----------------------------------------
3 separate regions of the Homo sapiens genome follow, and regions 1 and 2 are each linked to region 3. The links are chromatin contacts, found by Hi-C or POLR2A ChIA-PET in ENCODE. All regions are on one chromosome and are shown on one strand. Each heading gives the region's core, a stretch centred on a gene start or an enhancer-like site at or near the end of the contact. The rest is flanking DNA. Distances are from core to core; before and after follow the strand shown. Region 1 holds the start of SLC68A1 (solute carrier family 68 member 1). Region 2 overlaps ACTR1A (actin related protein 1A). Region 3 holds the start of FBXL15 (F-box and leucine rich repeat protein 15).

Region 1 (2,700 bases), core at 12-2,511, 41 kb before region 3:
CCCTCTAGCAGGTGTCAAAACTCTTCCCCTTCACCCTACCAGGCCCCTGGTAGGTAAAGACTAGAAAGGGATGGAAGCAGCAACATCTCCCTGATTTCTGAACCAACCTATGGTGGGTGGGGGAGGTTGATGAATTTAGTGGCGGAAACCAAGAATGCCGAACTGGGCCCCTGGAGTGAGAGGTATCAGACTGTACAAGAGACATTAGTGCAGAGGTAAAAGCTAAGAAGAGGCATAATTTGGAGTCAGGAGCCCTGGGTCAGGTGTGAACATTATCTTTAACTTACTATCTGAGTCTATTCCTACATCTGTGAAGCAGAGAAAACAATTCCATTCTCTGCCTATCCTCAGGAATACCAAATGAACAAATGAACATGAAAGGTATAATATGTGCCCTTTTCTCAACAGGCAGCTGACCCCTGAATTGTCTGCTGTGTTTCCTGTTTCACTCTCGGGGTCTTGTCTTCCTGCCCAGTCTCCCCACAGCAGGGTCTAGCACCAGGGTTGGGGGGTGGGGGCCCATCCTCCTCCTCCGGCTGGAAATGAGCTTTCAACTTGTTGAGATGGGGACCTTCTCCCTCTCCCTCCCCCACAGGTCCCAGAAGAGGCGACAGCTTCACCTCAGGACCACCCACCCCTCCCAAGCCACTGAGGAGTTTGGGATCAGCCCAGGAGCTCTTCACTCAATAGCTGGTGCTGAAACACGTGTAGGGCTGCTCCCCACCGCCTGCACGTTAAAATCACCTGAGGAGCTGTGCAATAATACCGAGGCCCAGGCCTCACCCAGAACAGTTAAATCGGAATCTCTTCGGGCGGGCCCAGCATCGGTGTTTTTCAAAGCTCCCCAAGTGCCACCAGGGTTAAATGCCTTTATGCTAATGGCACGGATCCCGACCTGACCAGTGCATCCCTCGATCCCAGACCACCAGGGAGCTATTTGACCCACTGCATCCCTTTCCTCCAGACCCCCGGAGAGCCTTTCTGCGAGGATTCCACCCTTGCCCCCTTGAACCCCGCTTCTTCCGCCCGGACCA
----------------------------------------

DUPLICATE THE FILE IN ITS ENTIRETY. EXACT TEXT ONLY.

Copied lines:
3 separate regions of the Homo sapiens genome follow, and regions 1 and 2 are each linked to region 3. The links are chromatin contacts, found by Hi-C or POLR2A ChIA-PET in ENCODE. All regions are on one chromosome and are shown on one strand. Each heading gives the region's core, a stretch centred on a gene start or an enhancer-like site at or near the end of the contact. The rest is flanking DNA. Distances are from core to core; before and after follow the strand shown. Region 1 holds the start of SLC68A1 (solute carrier family 68 member 1). Region 2 overlaps ACTR1A (actin related protein 1A). Region 3 holds the start of FBXL15 (F-box and leucine rich repeat protein 15).

Region 1 (2,700 bases), core at 12-2,511, 41 kb before region 3:
CCCTCTAGCAGGTGTCAAAACTCTTCCCCTTCACCCTACCAGGCCCCTGGTAGGTAAAGACTAGAAAGGGATGGAAGCAGCAACATCTCCCTGATTTCTGAACCAACCTATGGTGGGTGGGGGAGGTTGATGAATTTAGTGGCGGAAACCAAGAATGCCGAACTGGGCCCCTGGAGTGAGAGGTATCAGACTGTACAAGAGACATTAGTGCAGAGGTAAAAGCTAAGAAGAGGCATAATTTGGAGTCAGGAGCCCTGGGTCAGGTGTGAACATTATCTTTAACTTACTATCTGAGTCTATTCCTACATCTGTGAAGCAGAGAAAACAATTCCATTCTCTGCCTATCCTCAGGAATACCAAATGAACAAATGAACATGAAAGGTATAATATGTGCCCTTTTCTCAACAGGCAGCTGACCCCTGAATTGTCTGCTGTGTTTCCTGTTTCACTCTCGGGGTCTTGTCTTCCTGCCCAGTCTCCCCACAGCAGGGTCTAGCACCAGGGTTGGGGGGTGGGGGCCCATCCTCCTCCTCCGGCTGGAAATGAGCTTTCAACTTGTTGAGATGGGGACCTTCTCCCTCTCCCTCCCCCACAGGTCCCAGAAGAGGCGACAGCTTCACCTCAGGACCACCCACCCCTCCCAAGCCACTGAGGAGTTTGGGATCAGCCCAGGAGCTCTTCACTCAATAGCTGGTGCTGAAACACGTGTAGGGCTGCTCCCCACCGCCTGCACGTTAAAATCACCTGAGGAGCTGTGCAATAATACCGAGGCCCAGGCCTCACCCAGAACAGTTAAATCGGAATCTCTTCGGGCGGGCCCAGCATCGGTGTTTTTCAAAGCTCCCCAAGTGCCACCAGGGTTAAATGCCTTTATGCTAATGGCACGGATCCCGACCTGACCAGTGCATCCCTCGATCCCAGACCACCAGGGAGCTATTTGACCCACTGCATCCCTTTCCTCCAGACCCCCGGAGAGCCTTTCTGCGAGGATTCCACCCTTGCCCCCTTGAACCCCGCTTCTTCCGCCCGGACCA